Gratitude is a Cop’s most Powerful Tool

” At times our own light goes out and is rekindled by a spark from another person.
Each of us has cause to think with deep gratitude of those who have lighted the flame within us.”

Albert Schweitzer

John F. Kennedy expressed it eloquently when he said, “As we express our gratitude, we must never forget that the highest appreciation is not to utter words, but to live by them.”

Gratitude is a powerful tool.  I used it so many times as a hostage negotiator when I was dealing with… someone who was in crisis or threatening suicide.  In most cases what worked to resolve the crisis, if even temporarily, was to get the person to truly understand what they had to be thankful for.  Sometimes it was their family or kids, sometimes pets and many times just life itself.  Life is filled with ups and downs and no amount of wishing we can do will change that.  Our task in life is to learn how to ride those peaks and valleys successfully and I don’t think any group understands that better then police officers.  As cops we have to wear many hats.  We have to be social workers and ministers, counselors and teachers.  Most of the time, though, we have to be leaders.  We lead the people of our communities to better lives and better behaviors.

If the true goal of law enforcement is really the prevention of crime then maybe we need to spend more time with the people we meet and have a small bit of influence upon, and work toward, making them the best people they can be so that we as police officers don’t have to work with them again in an enforcement capacity.

I remember a young tagging graffiti artist who was giving the people of my patrol beat fits.  We tried Neighborhood Watch and even did some nighttime steak outs but couldn’t catch anyone.  Finally through the neighborhood back channels I discovered who he was and started talking to him.  I didn’t have enough information to arrest him and felt that I might be better able to turn the tide of his destruction if I was able to refocus his “talents’ elsewhere.  I made a point of “checking in” with him every day.  I would see him in his neighborhood, at school and anywhere else I could find him.  I’m sure I was a real “pain” for him, but he started talking with me.  I helped him through some challenging times with his parents and through one with the school principal.  We didn’t talk directly about his crimes but we focused upon positive solutions for his neighborhood.  We realized that we had a common goal of wanting a place for taggers and graffiti artists to do their work that didn’t destroy other people’s property.  He became an ally with me in a project to develop a citywide art mural park.  Even though we never realized that dream, the graffiti in and around his neighborhood stopped and my citizens were a lot happier.  I that case I never made an arrest but I did make a difference.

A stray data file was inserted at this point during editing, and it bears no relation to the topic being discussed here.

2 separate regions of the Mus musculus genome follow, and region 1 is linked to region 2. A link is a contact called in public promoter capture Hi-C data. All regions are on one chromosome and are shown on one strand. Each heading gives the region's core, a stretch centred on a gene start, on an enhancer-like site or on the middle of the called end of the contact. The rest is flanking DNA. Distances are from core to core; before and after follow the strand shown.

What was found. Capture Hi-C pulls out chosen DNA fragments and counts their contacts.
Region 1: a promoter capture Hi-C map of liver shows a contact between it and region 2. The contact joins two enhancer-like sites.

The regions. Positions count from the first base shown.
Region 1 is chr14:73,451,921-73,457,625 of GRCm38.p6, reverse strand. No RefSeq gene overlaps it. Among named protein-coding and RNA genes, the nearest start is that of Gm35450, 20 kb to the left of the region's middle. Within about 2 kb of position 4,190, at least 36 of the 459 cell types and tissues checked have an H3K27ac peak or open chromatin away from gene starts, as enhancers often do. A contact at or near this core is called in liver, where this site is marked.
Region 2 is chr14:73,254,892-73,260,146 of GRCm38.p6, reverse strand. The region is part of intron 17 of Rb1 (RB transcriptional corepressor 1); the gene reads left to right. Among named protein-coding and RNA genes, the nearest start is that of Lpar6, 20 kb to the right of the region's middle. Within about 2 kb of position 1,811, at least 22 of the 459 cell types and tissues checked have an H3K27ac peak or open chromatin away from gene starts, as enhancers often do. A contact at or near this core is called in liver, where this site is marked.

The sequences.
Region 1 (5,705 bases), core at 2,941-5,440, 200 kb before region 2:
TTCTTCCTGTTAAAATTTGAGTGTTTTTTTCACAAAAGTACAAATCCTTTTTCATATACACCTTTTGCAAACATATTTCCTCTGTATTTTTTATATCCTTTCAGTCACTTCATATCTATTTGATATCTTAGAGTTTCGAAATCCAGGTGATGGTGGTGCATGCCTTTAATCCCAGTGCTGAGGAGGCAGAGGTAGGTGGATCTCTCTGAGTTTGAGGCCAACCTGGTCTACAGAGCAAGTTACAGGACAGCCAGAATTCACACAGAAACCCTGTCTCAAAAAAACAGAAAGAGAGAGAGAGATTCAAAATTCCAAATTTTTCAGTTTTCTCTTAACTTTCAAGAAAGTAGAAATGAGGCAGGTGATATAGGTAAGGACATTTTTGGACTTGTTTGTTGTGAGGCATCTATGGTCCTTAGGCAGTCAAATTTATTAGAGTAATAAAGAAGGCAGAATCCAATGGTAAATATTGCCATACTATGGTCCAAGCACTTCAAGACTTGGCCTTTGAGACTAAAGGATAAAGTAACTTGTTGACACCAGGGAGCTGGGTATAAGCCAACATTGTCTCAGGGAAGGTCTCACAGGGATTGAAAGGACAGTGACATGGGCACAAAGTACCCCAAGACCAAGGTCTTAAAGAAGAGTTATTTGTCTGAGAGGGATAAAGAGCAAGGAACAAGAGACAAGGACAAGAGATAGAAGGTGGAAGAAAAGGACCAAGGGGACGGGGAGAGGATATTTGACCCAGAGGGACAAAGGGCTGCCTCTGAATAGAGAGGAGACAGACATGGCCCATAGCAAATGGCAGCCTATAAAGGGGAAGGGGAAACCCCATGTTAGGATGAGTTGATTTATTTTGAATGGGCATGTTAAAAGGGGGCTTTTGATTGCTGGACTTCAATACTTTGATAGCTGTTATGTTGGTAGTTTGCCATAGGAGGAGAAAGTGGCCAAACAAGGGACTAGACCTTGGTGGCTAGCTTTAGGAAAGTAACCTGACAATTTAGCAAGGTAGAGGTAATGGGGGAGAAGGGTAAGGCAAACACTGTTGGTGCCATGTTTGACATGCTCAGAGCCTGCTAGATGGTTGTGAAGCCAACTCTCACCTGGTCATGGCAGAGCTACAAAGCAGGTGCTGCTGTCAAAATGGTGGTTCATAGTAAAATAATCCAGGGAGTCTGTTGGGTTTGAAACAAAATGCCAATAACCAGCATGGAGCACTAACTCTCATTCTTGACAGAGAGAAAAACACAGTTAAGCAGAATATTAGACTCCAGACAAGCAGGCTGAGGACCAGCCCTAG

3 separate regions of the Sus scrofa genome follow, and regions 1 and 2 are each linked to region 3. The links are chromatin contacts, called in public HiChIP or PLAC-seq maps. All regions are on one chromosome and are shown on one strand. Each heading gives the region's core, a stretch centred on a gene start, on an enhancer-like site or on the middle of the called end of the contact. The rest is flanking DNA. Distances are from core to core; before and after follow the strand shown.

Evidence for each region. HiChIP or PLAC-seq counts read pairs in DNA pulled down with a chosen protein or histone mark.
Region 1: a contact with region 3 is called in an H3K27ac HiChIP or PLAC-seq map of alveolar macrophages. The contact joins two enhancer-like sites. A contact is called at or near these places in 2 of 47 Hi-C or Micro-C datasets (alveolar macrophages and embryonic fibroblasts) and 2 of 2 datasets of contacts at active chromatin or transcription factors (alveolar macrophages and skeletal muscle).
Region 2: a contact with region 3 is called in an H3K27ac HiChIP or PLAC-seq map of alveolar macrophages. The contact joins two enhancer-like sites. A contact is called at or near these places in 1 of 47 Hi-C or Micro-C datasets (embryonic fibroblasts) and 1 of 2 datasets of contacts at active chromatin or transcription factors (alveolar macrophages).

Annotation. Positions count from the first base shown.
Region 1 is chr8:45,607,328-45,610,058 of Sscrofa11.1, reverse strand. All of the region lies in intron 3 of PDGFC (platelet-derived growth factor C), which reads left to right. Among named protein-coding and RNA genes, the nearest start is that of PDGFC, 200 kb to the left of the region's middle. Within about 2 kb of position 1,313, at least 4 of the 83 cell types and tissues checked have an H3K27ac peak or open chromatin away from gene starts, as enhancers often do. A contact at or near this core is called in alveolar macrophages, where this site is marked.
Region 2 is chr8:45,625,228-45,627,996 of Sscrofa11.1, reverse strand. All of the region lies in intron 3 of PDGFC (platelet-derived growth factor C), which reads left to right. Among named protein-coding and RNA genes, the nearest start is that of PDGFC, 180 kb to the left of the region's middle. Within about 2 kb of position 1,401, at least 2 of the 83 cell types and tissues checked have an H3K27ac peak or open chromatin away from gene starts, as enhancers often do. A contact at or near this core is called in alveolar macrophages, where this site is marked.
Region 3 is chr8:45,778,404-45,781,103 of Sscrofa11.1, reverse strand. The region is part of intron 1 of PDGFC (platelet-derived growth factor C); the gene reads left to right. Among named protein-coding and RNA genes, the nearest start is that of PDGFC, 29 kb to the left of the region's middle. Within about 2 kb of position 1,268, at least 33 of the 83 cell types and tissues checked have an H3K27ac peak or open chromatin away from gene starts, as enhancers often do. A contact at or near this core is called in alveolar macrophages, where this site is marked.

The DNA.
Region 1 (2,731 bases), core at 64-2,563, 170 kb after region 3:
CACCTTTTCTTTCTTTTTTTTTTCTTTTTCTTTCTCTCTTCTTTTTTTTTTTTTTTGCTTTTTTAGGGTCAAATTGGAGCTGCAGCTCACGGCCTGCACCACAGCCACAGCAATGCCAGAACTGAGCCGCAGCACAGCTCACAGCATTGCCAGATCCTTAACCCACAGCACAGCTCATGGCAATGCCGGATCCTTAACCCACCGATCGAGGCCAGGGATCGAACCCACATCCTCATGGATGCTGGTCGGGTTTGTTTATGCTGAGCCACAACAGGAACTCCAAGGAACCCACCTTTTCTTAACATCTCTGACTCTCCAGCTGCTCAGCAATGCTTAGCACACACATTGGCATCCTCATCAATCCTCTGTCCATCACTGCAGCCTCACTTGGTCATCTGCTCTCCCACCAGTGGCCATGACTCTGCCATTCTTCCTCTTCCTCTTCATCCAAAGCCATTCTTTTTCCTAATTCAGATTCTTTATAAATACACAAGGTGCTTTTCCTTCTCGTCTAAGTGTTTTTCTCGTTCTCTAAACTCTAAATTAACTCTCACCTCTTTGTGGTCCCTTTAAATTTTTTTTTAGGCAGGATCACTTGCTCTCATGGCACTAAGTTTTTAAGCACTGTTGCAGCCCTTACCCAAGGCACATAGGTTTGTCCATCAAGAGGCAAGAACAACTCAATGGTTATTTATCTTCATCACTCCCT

Sometimes the best way for us to teach others to successfully navigate their lives is to focus upon what they are grateful for.  The best way to understand that tool and be able to teach it to others is to learn it well ourselves.

I found an interesting article by Elizibeth Harrell entitled “Develop an Attitude of Gratitude”.  Check it out.  Happy Thanksgiving to those of you in the U.S. and to all the rest of you, thank you for reading CopsAlive!

CLICK HERE to download a PDF worksheet from CopsAlive on the Power of Gratitude.

Just for fun you might “Do the Gratitude Dance”.  Don’t worry, nobody’s watching!

Wisdom Quotes:
Albert Schweitzer:
The Gratitude Dance: Check out the GratiDudes from Junior Attractors on their YouTube Channel
or visit
Abundance & Happiness:
An Experiment in Gratitude:
Other Blog Posts About Gratitude:
Zen Habits:
Spirituality & Practice:
Gratitude a How-To Guide:—A-How-To-Guide&id=41925
Develop An Attitude of Gratitude:

Photo Credit:
Photo: “The Legend of Ship Bottom” by Larry as Creative Commons on  Check out the link.  Larry describes the Legend of Ship Bottom and you can find out what that has to do with Gratitude, or visit:

About Editor

John Marx was a Police Officer for twenty-three years and served as a Hostage Negotiator for nineteen of those years. He worked as a patrol officer, media liaison officer, crime prevention officer and burglary detective. Also during his career he served as administrator of his city's Community Oriented Governance initiative through the police department's Community Policing project. Today John combines his skills to consult with businesses about improving both their security and their customer service programs. John retired from law enforcement in 2002. When one of his friends, also a former police officer, committed suicide at age 38, John was devastated and began researching the problems that stress creates for police officers. He decided he needed to do something to help change those problems and he wanted to give something back to the profession that gave him so much. He started a project that has evolved into Put simply, the mission of CopsAlive is to save the lives of those who save lives! gathers information, strategies and tools to help law enforcement professionals plan for happy, healthy and successful careers, relationships and lives.
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